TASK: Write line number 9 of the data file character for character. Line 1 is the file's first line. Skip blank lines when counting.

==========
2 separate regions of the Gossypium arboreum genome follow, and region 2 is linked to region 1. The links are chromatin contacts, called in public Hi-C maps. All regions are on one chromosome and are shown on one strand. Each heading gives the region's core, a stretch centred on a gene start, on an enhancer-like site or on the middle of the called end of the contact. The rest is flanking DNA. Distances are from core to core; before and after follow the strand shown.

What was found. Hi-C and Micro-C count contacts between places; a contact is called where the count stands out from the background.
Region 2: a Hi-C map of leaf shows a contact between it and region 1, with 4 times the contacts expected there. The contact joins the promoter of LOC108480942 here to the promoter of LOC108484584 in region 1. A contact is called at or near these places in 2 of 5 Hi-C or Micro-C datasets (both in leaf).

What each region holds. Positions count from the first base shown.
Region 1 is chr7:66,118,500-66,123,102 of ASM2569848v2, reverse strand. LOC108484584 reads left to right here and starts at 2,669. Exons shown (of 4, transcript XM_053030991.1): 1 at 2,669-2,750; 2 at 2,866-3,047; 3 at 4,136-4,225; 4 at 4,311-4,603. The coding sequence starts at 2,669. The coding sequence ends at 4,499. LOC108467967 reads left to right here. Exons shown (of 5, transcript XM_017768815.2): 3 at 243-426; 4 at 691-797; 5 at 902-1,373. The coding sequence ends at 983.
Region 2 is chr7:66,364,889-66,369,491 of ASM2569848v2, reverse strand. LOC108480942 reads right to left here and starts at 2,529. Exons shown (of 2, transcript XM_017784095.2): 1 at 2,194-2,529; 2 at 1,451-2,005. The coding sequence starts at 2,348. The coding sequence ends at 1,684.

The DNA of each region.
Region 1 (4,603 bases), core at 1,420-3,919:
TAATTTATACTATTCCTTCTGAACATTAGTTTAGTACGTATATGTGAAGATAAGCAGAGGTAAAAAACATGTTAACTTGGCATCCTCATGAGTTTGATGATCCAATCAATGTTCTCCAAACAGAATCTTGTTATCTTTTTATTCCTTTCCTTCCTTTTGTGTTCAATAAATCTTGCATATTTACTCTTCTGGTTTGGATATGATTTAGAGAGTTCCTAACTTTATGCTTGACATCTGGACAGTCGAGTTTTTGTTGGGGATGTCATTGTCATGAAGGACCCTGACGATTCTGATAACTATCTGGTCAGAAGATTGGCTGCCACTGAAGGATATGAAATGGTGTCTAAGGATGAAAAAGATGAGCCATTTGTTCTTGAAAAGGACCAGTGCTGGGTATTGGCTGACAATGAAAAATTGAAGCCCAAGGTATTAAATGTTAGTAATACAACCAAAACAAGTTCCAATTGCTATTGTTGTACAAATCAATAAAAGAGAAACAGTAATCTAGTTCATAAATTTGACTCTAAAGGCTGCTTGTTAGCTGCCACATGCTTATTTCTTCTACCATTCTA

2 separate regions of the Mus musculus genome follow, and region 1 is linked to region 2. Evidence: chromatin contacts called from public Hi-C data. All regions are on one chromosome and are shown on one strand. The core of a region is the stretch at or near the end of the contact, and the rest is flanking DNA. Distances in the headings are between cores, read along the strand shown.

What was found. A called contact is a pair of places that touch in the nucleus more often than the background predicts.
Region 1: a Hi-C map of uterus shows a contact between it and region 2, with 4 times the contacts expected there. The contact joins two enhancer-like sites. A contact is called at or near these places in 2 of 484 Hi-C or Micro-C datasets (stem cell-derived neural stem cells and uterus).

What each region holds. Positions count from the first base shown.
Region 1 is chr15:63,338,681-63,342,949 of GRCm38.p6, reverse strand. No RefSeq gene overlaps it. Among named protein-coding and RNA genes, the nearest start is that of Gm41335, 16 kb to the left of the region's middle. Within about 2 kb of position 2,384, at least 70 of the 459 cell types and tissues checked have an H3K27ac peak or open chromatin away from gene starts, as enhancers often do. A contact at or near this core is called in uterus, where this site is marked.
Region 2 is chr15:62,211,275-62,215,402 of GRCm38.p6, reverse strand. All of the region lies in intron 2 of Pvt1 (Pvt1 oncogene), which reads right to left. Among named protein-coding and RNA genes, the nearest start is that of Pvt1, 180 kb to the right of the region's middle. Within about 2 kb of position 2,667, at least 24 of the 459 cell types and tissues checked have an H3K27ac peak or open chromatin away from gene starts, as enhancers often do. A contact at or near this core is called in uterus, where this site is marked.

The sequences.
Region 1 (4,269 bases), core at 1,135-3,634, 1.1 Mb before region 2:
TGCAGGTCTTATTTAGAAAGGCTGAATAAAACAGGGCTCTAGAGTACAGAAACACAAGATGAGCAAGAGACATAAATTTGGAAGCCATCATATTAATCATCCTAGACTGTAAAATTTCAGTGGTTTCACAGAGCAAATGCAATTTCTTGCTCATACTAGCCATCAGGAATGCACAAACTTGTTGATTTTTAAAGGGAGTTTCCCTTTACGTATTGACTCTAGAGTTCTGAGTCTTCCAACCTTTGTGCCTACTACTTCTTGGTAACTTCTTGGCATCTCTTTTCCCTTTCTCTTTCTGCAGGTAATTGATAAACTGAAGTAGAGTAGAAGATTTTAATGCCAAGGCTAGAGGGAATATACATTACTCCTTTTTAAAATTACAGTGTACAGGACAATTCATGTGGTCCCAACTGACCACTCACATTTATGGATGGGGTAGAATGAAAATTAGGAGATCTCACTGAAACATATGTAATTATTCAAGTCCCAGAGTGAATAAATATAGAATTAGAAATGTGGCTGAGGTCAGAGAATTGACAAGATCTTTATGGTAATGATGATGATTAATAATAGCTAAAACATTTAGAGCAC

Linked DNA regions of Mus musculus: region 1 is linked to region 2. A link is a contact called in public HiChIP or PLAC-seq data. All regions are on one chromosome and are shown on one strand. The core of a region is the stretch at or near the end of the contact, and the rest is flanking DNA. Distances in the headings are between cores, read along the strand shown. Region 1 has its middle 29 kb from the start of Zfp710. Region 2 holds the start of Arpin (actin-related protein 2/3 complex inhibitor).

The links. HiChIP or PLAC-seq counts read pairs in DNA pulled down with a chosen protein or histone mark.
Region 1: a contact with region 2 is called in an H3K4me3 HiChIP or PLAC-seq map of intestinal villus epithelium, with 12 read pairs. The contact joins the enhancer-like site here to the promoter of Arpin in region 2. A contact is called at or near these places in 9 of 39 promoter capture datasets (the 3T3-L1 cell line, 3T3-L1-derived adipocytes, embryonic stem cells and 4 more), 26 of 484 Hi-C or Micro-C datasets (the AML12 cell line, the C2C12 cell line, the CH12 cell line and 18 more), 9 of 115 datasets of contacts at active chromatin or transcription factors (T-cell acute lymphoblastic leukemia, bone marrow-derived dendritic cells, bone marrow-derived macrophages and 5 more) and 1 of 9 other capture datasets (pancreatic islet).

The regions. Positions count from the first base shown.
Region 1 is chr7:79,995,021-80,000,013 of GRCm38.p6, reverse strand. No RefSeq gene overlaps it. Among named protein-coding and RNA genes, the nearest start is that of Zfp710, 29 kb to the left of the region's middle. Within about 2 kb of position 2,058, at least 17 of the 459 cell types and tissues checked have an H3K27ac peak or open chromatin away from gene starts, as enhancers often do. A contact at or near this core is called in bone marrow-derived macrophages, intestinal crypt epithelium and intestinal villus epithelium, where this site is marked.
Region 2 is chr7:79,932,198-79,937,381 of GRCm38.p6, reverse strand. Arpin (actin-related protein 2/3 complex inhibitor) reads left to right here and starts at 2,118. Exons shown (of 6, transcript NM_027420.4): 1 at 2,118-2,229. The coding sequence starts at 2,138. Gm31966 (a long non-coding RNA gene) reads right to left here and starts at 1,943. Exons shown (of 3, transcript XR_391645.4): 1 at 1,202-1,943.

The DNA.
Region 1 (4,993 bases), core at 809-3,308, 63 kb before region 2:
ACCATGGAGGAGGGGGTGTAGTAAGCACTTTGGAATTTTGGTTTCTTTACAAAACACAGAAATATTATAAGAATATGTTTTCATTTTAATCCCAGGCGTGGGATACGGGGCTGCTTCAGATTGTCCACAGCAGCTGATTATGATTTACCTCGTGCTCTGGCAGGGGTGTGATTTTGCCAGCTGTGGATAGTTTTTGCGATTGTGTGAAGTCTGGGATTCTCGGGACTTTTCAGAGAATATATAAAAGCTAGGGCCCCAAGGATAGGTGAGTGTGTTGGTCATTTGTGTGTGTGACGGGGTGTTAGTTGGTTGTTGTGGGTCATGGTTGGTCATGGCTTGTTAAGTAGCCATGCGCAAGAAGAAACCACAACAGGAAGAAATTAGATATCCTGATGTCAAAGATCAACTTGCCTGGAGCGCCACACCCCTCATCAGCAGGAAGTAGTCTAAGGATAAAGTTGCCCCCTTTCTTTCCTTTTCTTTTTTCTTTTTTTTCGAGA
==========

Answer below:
TAATTTATACTATTCCTTCTGAACATTAGTTTAGTACGTATATGTGAAGATAAGCAGAGGTAAAAAACATGTTAACTTGGCATCCTCATGAGTTTGATGATCCAATCAATGTTCTCCAAACAGAATCTTGTTATCTTTTTATTCCTTTCCTTCCTTTTGTGTTCAATAAATCTTGCATATTTACTCTTCTGGTTTGGATATGATTTAGAGAGTTCCTAACTTTATGCTTGACATCTGGACAGTCGAGTTTTTGTTGGGGATGTCATTGTCATGAAGGACCCTGACGATTCTGATAACTATCTGGTCAGAAGATTGGCTGCCACTGAAGGATATGAAATGGTGTCTAAGGATGAAAAAGATGAGCCATTTGTTCTTGAAAAGGACCAGTGCTGGGTATTGGCTGACAATGAAAAATTGAAGCCCAAGGTATTAAATGTTAGTAATACAACCAAAACAAGTTCCAATTGCTATTGTTGTACAAATCAATAAAAGAGAAACAGTAATCTAGTTCATAAATTTGACTCTAAAGGCTGCTTGTTAGCTGCCACATGCTTATTTCTTCTACCATTCTA